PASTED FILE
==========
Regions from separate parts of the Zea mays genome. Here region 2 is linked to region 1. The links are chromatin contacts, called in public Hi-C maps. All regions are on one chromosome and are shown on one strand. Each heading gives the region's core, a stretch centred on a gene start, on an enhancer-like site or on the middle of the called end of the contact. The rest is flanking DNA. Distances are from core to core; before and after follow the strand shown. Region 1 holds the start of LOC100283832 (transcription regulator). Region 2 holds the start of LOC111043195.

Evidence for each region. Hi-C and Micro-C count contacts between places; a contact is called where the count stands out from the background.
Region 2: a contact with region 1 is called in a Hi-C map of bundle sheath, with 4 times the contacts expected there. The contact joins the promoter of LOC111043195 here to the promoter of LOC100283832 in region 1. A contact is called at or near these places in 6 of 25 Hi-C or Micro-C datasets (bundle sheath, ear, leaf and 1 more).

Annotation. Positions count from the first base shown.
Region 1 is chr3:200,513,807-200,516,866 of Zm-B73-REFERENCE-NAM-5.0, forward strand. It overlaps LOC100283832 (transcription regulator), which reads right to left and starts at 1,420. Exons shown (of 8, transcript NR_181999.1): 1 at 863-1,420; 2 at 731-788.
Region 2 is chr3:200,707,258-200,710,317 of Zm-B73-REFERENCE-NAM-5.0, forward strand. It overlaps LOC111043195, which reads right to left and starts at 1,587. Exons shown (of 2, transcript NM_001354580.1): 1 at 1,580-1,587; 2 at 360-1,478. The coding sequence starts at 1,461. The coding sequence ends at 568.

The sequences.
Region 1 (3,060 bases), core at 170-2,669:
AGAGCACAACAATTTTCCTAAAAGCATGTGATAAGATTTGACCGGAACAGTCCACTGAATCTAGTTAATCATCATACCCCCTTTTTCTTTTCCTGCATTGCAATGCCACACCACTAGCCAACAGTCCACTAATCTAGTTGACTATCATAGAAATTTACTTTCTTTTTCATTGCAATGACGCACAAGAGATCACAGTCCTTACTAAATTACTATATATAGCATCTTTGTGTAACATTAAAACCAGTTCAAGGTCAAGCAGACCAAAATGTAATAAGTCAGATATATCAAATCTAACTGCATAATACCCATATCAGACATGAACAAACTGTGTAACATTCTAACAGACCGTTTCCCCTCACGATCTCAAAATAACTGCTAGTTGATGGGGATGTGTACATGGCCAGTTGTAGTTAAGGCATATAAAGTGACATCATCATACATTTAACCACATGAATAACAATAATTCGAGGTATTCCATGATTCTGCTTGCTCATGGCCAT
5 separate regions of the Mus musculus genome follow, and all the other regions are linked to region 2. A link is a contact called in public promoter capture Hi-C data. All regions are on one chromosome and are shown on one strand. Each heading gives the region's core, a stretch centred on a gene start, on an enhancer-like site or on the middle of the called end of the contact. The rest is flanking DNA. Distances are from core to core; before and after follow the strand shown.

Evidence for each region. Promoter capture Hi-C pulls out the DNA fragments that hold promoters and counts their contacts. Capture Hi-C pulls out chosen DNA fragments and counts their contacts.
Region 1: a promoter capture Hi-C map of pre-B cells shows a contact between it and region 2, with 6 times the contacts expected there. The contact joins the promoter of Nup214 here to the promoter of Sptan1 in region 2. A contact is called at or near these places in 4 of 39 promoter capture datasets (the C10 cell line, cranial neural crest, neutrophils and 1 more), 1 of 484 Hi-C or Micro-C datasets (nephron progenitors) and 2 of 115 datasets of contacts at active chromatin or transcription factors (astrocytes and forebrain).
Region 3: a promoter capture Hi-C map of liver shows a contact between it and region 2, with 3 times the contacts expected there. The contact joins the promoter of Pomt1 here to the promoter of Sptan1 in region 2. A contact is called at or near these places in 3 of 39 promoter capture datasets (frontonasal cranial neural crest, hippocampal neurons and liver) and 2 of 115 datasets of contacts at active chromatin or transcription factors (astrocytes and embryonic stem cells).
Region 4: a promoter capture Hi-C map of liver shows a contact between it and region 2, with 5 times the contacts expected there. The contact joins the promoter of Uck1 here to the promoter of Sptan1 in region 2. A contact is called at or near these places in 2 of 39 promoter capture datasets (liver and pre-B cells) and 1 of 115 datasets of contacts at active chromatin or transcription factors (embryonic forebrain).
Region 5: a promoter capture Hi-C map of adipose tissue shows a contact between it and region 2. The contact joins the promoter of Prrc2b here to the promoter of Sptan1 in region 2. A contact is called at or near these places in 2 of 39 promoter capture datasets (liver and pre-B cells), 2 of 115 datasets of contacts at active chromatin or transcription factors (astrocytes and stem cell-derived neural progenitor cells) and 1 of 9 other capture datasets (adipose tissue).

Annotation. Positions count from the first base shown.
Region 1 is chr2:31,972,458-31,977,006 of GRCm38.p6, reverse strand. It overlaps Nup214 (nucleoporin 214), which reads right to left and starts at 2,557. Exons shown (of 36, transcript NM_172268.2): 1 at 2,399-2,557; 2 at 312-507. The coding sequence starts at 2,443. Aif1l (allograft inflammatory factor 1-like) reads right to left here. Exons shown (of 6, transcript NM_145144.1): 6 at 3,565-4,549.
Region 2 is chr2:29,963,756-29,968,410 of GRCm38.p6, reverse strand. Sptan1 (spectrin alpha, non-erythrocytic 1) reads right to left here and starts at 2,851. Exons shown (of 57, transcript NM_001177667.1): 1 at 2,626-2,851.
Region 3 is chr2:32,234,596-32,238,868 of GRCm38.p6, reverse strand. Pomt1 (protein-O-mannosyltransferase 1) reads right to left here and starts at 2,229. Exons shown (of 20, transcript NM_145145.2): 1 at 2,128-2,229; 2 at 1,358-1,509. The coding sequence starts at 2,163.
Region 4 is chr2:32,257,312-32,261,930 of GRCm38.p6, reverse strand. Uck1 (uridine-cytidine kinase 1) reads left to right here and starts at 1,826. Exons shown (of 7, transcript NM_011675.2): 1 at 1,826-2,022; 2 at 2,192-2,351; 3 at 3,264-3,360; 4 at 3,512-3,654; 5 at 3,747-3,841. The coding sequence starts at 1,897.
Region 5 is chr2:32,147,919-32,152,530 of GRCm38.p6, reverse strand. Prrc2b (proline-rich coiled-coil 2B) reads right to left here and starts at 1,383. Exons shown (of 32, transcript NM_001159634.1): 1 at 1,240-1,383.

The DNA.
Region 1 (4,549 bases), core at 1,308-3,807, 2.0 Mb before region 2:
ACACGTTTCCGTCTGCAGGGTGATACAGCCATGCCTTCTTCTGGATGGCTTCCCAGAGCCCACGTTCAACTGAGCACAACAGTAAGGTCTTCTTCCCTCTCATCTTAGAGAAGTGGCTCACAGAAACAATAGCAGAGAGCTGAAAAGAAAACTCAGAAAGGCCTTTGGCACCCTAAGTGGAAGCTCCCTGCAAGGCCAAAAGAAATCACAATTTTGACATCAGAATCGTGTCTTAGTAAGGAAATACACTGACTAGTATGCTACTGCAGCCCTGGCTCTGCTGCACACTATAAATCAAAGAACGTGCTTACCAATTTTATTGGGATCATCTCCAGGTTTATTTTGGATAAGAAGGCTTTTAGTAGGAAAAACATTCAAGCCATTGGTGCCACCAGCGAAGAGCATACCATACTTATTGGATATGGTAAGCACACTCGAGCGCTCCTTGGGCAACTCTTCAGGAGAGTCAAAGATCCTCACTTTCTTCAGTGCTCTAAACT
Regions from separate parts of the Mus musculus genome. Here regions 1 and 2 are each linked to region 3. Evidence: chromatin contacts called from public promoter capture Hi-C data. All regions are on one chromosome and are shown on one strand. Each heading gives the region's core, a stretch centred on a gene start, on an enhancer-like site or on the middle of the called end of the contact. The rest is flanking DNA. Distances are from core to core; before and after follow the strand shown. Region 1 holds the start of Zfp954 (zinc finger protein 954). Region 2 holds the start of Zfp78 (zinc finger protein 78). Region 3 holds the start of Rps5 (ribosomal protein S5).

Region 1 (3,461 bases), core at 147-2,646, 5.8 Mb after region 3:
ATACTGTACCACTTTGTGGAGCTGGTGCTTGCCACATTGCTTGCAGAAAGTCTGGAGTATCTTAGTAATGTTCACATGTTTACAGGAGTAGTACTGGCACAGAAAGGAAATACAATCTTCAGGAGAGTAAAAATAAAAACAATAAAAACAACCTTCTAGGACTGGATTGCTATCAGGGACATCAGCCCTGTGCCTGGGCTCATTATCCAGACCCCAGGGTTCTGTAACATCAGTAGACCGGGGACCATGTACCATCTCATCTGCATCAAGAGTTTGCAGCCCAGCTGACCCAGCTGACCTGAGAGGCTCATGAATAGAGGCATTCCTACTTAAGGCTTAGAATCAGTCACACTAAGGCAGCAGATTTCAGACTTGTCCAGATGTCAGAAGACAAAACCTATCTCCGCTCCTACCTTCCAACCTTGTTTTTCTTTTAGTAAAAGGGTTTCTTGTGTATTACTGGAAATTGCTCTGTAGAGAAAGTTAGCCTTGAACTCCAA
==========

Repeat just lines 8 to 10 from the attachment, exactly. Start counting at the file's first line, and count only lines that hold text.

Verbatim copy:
Region 1 (3,060 bases), core at 170-2,669:
AGAGCACAACAATTTTCCTAAAAGCATGTGATAAGATTTGACCGGAACAGTCCACTGAATCTAGTTAATCATCATACCCCCTTTTTCTTTTCCTGCATTGCAATGCCACACCACTAGCCAACAGTCCACTAATCTAGTTGACTATCATAGAAATTTACTTTCTTTTTCATTGCAATGACGCACAAGAGATCACAGTCCTTACTAAATTACTATATATAGCATCTTTGTGTAACATTAAAACCAGTTCAAGGTCAAGCAGACCAAAATGTAATAAGTCAGATATATCAAATCTAACTGCATAATACCCATATCAGACATGAACAAACTGTGTAACATTCTAACAGACCGTTTCCCCTCACGATCTCAAAATAACTGCTAGTTGATGGGGATGTGTACATGGCCAGTTGTAGTTAAGGCATATAAAGTGACATCATCATACATTTAACCACATGAATAACAATAATTCGAGGTATTCCATGATTCTGCTTGCTCATGGCCAT
5 separate regions of the Mus musculus genome follow, and all the other regions are linked to region 2. A link is a contact called in public promoter capture Hi-C data. All regions are on one chromosome and are shown on one strand. Each heading gives the region's core, a stretch centred on a gene start, on an enhancer-like site or on the middle of the called end of the contact. The rest is flanking DNA. Distances are from core to core; before and after follow the strand shown.